Richard Safran -- Seaport Global -- Analyst

Thanks for that. And just quickly as a follow-up. Those specialty energy projects that were referenced in your opening remarks, could you just discuss a bit about how much they're worth and when do you see those decisions being made?

Robert Wetherbee -- President & Chief Executive Officer

So those are a lot of those decisions of actually being made in terms of other two types of things we're talking about, I think there's the pollution control activity which is and the nickel alloy type materials that are going into Asia. Lot of those decisions have been made and that will actually happen in 2021. I think they orders if they're not in hand there. Here the commitments have been made. We're also seeing continued strength in the solar space, certainly we're starting to see signs of land-based gas turbines kind of coming back and then the last piece of that is really prior year referring to is the client pipes and a lot of those are being let like right now. So, I think is a pretty good quarter stack up over the next two, three years of some fairly major projects. We won't win them all but we're going to be competitive on all of them. And so I think we'll start to see that probably hitting in Q2 from a shipment standpoint that's our expectation. Does that help Rich?

Richard Safran -- Seaport Global -- Analyst

It really does. Thanks for the color, guys, I appreciate it.

Operator

And our next question comes from Gautam Khanna from Cowen. Please go ahead with your question.

Gautam Khanna -- Cowen -- Analyst

Hey guys, good morning. Just wanted to ask, maybe two questions is, first on the quarter itself, the high-performance EBIT margin stripping out DNA and everything was negative 5.4%. I was wondering if there was anything, it doesn't look like mix was materially different. Sequentially, was it just working days or something of that nature that brought it down sequentially? And then I have a follow-up.

Robert Wetherbee -- President & Chief Executive Officer

Okay. So I'll take the first one Gautam. I think what you saw in Q4 in addition to a slightly weaker mix, a little more transactional business that wasn't in the aerospace category so that contributed to dosing [Phonetic] that was going on in Q4, we actually had some proactive inventory management. So, we wrote off some inventory that obviously affected the margins in Q4, but there is not going to be an ongoing concern.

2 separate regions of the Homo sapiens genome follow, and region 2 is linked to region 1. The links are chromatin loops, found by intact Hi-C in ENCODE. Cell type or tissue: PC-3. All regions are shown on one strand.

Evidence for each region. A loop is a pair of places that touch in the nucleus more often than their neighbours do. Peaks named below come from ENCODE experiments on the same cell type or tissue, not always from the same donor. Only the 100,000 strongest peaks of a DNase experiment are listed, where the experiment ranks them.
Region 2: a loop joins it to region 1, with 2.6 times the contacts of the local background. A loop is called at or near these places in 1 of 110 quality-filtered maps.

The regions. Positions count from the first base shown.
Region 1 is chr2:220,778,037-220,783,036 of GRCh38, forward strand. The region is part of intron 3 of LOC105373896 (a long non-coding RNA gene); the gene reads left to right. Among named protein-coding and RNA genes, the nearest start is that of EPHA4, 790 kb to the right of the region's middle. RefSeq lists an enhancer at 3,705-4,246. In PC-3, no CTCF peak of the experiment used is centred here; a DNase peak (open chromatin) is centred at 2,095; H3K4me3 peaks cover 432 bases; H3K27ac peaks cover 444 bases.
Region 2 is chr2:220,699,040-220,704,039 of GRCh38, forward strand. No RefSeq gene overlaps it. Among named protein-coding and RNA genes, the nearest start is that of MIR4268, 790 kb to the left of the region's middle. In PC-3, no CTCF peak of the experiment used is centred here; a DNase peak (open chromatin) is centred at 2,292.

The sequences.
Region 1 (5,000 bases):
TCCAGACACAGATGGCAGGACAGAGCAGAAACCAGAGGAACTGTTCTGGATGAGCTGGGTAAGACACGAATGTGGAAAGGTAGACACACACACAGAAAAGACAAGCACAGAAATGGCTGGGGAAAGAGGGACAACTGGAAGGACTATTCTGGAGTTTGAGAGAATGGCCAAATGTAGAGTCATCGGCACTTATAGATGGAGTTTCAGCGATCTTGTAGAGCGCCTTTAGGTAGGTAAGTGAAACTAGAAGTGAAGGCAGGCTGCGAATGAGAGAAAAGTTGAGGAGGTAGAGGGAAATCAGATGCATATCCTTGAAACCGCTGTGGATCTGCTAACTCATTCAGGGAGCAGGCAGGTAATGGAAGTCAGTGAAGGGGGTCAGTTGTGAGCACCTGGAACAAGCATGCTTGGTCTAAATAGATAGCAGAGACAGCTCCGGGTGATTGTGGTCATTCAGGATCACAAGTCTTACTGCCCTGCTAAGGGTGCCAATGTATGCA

Gautam Khanna -- Cowen -- Analyst

Okay. And just to be clear, as a follow up, you're quite convinced -- it sounds like that engine destocking has sort of peaked at this point. So on a sequential basis, Q1, Q2, it should get better than what we saw in Q3 and Q4? And obviously, then pick up with rates on Q3 2020 and the like in the second half of the year? I just want to make sure I understood that. And secondly as related, airframe titanium, despite all the Boeing 787 developments since the third quarter where they haven't been delivering aircraft, that does not change what you previously were expecting on airframe tie in 2021?

Robert Wetherbee -- President & Chief Executive Officer

Okay, so let's see. So the first answer to your question and I'll add to a cover [Phonetic] is, yes, we're confident in the jet engine side probably because of the day-to-day pulse with those customers, I would say. There's always going to be adjustments to schedules, but I think what we're seeing is more clarity and we were fairly confident that a lot of the adjustment that came to us really, and jet engine started in late 2019 related to issues related to the Max. So, I think most of those supply chains got adjusted quickly and then I think the wide body issues where we've had probably three quarters since a lot of that activity started to become known. So, I think the jet engine side, there's always going to be exceptions, but I think generally, the answer to your question is yes, we're confident that we should see improvement in really throughout the year. But accelerating and in the first half and then looking much better in the second half as we get ready. The pipeline gets ready for 2022. I guess that jet engine question.